As software engineers, our desire should be to write fault-tolerant and robust software. The panacea is a program that never crashes, that deals with unknown situations, and has as few defects as possible. At some point we were supposed to be taught to write exceptions that do something rather than simply squawk error messages at the user — especially if they have no clue what the error message means. The problem with most error messages is that only the developer who wrote them will likely know what they mean.
For example, the other night I boot up my machine and my firewall program fires off an error message in a dialog box; failing to start all together. The dialog contained a message telling me that some obscure configuration file deep in the depths of this program was unable to be loaded. My only option was to press the “Ok,” button which terminated the program. Subsequent attempts to start the program resulted in the same error message. I cringe when I have to do this, but all I could think of to do was reboot the machine and hope the problem goes away — a shotgun tactic and a solution I am certainly not happy with.
Is it any wonder that users frequently throw up their hands and proclaim that they do not understand computers? Their frustration with meaningless error messages and complex interfaces forces them to believe that they cannot understand; that they are excluded from the secret order of computer magicians. They end up feeling like their computer is a little black box that they have no control over (much like how I feel about my Fon router). This is bad.
While the darker side of me revels in excluding people who are too ignorant to learn how computers work in the first place; I have to remind myself that I barely understand how a car works and yet I expect to be able to drive one without being a mechanic. And while the interfaces in computer systems are getting better (think of steering wheels and pedals), error reporting and recovery hasn’t been progressing much it seems. A car is able to continue operating despite certain levels of operational failures while hopefully leaving the driver feeling that they are still in control of the device. Better still, the device should be able to inform the user of what component has failed in a way they can understand. Cars do this with simple icon indicators — low gas or oil; overheating, low battery power. However, even while these indicators are on, the car will do everything it can to continue operating. Only in the most extreme circumstances will it stop all-together.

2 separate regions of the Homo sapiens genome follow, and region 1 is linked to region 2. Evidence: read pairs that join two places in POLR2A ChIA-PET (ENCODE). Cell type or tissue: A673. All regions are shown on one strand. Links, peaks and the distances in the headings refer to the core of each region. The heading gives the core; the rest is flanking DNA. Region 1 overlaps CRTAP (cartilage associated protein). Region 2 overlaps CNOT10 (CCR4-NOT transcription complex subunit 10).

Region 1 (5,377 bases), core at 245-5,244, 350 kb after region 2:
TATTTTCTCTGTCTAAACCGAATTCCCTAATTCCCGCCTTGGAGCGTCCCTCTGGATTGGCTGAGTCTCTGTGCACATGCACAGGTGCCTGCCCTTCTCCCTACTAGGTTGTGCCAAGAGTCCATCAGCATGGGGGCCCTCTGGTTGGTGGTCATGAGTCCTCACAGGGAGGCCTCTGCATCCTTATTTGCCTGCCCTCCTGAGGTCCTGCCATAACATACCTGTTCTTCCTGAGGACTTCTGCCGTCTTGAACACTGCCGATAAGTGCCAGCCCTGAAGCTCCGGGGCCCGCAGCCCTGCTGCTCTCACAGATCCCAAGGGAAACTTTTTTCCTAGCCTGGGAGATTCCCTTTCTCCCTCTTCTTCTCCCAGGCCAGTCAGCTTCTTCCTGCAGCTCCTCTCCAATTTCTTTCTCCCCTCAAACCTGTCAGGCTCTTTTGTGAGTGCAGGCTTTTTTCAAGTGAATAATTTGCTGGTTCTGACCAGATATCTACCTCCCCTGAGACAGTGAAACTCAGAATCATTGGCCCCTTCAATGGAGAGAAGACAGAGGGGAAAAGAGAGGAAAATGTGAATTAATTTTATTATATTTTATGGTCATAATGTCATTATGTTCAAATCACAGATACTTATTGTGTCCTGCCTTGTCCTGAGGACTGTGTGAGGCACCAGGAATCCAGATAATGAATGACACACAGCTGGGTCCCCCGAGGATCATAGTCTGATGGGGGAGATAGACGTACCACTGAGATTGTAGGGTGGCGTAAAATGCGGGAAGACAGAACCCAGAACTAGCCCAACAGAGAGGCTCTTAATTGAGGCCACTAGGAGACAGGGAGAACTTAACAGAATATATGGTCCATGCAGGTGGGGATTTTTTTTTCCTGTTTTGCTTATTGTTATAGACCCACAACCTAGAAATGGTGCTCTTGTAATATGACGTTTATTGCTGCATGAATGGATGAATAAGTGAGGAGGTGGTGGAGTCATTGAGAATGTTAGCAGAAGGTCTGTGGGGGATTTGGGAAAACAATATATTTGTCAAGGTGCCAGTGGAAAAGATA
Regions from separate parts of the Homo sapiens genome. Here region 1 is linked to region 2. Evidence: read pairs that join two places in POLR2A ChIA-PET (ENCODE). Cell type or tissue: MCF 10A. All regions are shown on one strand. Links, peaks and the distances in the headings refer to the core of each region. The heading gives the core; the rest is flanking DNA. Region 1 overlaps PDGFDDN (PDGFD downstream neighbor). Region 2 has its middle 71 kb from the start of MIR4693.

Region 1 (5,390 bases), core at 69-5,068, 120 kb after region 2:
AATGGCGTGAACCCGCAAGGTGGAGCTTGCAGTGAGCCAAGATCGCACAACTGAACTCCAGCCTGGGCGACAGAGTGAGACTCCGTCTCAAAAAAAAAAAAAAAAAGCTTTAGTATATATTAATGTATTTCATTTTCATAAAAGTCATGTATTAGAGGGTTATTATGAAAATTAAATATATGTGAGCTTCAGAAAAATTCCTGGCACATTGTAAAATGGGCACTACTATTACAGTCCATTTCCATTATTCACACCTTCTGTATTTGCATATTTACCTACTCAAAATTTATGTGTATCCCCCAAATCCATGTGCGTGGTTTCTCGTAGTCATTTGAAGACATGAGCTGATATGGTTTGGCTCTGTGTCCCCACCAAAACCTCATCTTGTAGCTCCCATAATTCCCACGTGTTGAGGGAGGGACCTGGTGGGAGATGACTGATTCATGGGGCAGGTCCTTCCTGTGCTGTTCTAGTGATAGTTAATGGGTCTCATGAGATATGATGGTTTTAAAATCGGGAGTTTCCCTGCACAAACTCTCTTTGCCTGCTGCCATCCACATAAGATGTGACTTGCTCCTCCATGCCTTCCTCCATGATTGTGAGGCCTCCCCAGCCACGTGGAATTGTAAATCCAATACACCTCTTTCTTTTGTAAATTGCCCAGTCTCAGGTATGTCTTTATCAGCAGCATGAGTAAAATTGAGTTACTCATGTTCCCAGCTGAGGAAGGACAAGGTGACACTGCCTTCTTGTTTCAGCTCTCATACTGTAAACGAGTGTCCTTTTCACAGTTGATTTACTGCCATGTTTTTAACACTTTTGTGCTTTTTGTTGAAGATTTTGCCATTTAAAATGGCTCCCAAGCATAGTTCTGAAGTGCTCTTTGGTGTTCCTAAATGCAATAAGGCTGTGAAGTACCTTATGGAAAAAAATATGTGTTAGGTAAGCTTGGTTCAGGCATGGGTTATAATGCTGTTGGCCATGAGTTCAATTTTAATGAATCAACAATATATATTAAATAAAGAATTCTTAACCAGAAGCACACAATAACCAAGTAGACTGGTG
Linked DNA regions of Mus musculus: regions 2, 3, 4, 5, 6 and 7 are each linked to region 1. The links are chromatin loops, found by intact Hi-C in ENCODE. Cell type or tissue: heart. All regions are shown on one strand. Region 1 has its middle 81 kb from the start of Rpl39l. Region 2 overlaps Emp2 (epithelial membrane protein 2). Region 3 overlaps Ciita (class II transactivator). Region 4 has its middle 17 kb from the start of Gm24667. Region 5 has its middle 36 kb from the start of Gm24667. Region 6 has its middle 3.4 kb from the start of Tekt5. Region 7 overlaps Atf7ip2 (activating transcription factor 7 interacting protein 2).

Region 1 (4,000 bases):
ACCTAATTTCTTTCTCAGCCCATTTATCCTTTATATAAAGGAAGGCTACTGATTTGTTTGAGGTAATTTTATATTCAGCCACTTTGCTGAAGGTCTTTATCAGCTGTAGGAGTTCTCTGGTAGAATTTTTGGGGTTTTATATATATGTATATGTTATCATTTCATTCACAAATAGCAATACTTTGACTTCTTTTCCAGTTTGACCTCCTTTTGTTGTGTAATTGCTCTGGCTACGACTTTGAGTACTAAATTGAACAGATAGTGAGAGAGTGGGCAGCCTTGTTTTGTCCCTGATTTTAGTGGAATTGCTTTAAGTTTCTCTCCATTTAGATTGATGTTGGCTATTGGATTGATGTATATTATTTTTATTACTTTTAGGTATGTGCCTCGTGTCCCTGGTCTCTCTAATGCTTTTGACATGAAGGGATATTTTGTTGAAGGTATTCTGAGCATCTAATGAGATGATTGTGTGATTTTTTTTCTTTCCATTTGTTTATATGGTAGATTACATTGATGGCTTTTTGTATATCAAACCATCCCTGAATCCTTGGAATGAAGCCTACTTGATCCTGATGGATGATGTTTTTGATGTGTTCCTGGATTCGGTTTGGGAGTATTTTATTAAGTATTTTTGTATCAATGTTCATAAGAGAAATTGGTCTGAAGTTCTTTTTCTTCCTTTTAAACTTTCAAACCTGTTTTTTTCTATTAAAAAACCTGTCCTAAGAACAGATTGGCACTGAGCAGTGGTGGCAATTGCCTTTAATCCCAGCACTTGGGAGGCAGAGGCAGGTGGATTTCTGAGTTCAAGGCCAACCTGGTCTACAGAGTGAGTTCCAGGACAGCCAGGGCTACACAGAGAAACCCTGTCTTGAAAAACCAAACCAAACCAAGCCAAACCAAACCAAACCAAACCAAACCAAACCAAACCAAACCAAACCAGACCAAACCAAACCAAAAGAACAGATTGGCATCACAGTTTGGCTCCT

With the sophistication we are seeing in computer software and hardware today, why are computer systems any less fragile than the mechanical (well, mechanical-digital hybrid technically) systems? Is there a good reason for a program to terminate if it can’t find a configuration file? Should it terminate without meaningful warning if a memory address is unexpectedly occupied or corrupt? The answer should be obvious. Software engineers need to write more meaningful exceptions that actually handle errors rather than simply report them. The user can deal with icons and simple instruction on how to handle the error if they can help the program recover (just as a driver can understand how to replace a flat or change the oil). Doing so may mean the difference for a positive experience.
Lets stop making users feel like morons and smarten up.